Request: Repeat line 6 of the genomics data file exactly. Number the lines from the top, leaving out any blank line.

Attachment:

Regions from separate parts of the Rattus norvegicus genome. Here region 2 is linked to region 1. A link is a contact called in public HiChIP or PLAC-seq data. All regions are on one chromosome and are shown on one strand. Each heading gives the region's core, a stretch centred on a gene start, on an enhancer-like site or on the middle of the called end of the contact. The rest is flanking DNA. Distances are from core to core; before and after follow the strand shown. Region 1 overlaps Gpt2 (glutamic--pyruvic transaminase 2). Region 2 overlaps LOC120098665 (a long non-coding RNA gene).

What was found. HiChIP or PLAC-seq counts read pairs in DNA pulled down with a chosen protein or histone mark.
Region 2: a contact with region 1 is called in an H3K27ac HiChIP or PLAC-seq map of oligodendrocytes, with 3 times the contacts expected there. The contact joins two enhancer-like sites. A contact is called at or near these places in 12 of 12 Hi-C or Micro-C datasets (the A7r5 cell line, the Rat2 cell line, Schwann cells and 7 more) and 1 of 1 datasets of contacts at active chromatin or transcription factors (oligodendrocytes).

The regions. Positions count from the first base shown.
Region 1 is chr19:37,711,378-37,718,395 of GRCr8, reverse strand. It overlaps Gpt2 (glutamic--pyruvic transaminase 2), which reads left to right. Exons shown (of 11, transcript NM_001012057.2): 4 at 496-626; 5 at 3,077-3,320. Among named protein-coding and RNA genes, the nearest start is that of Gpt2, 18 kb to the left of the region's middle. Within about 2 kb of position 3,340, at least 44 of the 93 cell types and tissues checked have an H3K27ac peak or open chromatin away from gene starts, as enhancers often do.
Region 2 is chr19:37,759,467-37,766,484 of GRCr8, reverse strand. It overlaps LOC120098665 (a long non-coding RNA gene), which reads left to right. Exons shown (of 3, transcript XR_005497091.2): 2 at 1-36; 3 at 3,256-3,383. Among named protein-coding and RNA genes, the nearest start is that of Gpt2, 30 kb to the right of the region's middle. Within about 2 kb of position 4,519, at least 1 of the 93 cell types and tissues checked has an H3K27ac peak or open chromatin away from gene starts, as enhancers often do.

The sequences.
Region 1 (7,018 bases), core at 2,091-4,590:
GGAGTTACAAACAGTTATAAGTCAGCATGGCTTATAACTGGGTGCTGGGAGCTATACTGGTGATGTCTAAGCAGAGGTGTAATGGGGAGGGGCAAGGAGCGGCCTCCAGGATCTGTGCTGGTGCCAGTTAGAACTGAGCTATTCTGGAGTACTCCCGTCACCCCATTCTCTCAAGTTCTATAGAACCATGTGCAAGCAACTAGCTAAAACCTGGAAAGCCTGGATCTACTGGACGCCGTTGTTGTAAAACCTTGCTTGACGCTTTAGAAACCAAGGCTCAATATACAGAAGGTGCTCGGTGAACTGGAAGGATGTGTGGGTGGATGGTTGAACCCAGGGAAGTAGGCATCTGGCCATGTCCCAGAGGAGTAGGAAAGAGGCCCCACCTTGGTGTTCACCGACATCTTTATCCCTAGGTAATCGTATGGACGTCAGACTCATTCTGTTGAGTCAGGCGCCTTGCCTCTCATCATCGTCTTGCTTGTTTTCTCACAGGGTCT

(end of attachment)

Region 2 is chr19:37,759,467-37,766,484 of GRCr8, reverse strand. It overlaps LOC120098665 (a long non-coding RNA gene), which reads left to right. Exons shown (of 3, transcript XR_005497091.2): 2 at 1-36; 3 at 3,256-3,383. Among named protein-coding and RNA genes, the nearest start is that of Gpt2, 30 kb to the right of the region's middle. Within about 2 kb of position 4,519, at least 1 of the 93 cell types and tissues checked has an H3K27ac peak or open chromatin away from gene starts, as enhancers often do.